If you fancy a Chinese meal in Singapore, you can look forward to an incredible menu of choices. While Chinese cuisine includes more than 80 different styles of cooking, these can generally be divided into four or five main regions of China.
Cantonese food is known for its light, creative cooking and subtle flavours. Signature Cantonese dishes include Shark's Fin soup, crispy deep-fried chicken, Won Ton soup, and roasted suckling pig. One of the most popular items is dim sum – which includes steamed or fried buns, dumplings and pastries stuffed with meat, prawns, sauces and herbs.
A favourite on the Hokkien menu is the fried hokkien mee – a tasty dish created with a rich mixture of wheat flour noodles and rice vermicelli fried with garlic, prawns, pork, sliced squid, bean sprouts, eggs, and Chinese chives. Served with thick chilli paste and a tiny lime, it is most fragrant when served in an opeh leaf (a species of palm). Another much-loved dish is popiah or spring rolls, which are rolled crepes filled with shredded Chinese turnips, bamboo shoots, bean sprouts, prawns, eggs and Chinese sausage, seasoned with garlic, chilli paste, and sweet bean sauce.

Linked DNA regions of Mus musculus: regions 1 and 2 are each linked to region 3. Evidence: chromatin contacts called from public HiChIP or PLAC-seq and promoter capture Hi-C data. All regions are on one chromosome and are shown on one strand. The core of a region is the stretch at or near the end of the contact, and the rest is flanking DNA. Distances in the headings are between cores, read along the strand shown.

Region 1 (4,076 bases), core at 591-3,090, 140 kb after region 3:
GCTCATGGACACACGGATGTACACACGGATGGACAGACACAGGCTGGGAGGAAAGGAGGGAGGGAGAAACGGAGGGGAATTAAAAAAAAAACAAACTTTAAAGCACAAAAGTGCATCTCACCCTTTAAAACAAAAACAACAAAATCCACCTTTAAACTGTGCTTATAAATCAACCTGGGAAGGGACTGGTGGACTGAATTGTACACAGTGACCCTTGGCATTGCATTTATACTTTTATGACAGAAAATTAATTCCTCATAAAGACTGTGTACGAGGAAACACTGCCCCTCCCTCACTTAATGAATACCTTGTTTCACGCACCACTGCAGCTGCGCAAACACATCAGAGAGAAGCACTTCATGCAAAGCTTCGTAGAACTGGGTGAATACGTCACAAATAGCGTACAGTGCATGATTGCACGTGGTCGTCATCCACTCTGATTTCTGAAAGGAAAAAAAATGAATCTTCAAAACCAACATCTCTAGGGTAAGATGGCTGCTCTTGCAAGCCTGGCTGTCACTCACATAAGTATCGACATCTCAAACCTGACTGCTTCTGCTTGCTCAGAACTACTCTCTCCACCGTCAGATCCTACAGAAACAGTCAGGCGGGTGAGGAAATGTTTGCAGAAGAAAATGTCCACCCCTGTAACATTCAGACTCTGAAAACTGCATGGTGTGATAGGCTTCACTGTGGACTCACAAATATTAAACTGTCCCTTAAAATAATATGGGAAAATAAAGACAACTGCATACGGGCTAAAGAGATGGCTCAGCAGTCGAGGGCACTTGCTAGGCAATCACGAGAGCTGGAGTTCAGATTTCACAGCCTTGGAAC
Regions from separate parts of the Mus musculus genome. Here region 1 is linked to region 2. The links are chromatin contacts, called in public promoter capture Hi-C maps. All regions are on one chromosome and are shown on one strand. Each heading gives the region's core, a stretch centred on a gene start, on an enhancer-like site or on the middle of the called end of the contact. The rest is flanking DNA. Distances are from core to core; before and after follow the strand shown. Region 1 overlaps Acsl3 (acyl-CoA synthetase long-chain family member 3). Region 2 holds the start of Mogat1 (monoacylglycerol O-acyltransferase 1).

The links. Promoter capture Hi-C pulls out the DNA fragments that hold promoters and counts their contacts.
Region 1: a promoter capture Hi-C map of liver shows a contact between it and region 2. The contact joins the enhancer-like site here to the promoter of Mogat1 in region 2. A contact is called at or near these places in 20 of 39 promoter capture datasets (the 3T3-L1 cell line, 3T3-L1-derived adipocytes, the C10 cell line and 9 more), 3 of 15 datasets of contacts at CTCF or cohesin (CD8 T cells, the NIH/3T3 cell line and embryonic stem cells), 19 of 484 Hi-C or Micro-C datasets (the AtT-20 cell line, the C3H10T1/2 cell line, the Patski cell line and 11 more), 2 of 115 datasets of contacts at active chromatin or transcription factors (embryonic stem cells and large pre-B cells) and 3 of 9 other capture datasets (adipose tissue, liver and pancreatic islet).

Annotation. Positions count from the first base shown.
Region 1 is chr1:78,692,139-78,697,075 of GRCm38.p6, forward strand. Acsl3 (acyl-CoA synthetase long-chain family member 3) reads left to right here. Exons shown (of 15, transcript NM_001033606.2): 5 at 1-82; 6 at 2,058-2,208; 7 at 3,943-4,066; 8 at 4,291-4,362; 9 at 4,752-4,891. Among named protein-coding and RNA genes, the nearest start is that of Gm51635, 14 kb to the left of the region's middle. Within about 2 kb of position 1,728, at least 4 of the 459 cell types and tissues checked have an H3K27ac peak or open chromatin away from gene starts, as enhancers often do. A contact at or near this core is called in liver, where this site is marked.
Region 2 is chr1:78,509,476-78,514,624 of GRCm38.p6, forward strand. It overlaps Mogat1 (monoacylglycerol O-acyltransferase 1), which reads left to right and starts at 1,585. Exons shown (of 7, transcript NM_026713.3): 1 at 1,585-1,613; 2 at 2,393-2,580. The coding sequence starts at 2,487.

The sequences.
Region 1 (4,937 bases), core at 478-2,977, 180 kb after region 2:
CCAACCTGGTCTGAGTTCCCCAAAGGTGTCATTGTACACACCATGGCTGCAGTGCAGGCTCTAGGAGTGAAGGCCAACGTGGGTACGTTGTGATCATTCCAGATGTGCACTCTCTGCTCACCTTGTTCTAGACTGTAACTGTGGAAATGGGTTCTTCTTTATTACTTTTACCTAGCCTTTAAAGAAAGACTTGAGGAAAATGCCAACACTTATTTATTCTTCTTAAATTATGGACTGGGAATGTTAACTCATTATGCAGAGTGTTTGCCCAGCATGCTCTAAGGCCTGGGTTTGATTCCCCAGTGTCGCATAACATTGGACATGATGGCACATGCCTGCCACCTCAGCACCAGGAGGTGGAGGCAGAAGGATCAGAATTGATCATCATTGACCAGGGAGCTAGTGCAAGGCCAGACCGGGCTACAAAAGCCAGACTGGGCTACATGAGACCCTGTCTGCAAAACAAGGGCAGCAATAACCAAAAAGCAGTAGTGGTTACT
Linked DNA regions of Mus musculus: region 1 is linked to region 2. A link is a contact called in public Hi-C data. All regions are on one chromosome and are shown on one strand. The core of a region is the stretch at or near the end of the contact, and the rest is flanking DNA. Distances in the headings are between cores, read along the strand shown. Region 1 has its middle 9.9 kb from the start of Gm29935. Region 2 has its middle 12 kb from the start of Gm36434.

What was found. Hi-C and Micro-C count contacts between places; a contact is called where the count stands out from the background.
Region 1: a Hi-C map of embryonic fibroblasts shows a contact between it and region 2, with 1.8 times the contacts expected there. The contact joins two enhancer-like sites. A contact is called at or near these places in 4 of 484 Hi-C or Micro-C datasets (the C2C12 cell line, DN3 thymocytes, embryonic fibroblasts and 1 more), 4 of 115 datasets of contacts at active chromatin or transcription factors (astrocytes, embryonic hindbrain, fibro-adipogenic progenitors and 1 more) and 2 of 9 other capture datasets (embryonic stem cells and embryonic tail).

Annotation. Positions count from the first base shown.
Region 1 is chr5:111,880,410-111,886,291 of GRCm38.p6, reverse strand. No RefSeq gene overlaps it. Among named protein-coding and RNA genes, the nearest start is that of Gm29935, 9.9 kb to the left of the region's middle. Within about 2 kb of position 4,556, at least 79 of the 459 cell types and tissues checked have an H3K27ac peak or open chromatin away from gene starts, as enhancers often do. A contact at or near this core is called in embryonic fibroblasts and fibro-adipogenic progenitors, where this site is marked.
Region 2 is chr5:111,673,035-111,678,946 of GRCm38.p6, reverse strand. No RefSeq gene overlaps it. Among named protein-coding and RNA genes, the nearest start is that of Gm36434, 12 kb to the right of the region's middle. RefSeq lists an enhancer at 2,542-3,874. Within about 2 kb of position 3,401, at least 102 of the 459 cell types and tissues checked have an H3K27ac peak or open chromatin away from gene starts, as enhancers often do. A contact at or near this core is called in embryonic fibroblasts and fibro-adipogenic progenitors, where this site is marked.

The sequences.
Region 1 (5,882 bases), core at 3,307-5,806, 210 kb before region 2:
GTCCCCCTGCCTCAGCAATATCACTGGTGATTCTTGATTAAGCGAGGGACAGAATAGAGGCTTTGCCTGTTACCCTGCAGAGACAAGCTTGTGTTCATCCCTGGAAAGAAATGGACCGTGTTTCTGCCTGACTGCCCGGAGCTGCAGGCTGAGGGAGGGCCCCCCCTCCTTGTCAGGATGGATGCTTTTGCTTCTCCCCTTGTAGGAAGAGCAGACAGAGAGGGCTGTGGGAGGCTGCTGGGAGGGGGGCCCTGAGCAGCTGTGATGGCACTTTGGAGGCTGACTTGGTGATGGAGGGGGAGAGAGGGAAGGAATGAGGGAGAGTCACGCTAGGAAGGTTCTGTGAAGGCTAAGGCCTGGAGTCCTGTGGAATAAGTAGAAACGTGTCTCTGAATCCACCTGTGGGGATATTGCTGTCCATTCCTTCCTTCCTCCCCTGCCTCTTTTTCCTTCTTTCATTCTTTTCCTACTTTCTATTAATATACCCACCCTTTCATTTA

If you are in the mood for something lighter, opt for Teochew food which is usually roasted or steamed, with very little animal fat and seasoning, such as steamed seafood, clear soups and healthy porridge. You can also take your pick from fiery Szechuan dishes characterised by their generous use of hot chilli peppers, dig into mouth-watering Hainanese chicken rice, or treat yourself to the famous yong tau fu, or bean curd stuffed with fish paste from the Hakkas.
No matter which form of cooking you enjoy, and whether you dine at a restaurants such as Hai Tien Lo and No Signboard Seafood or food centres around Singapore, you’ll discover that rice forms a staple addition to their menus. Most Chinese restaurants also serve noodles made of flour, cooked in a host of different styles. In general, most Chinese meals offer you rice accompanied by small portions of several types of meat, poultry, fish, and vegetables.
Come down to Chinatown to learn more about Chinese culture, and sample some varieties of Chinese cuisine, available in various eateries and restaurants in the area.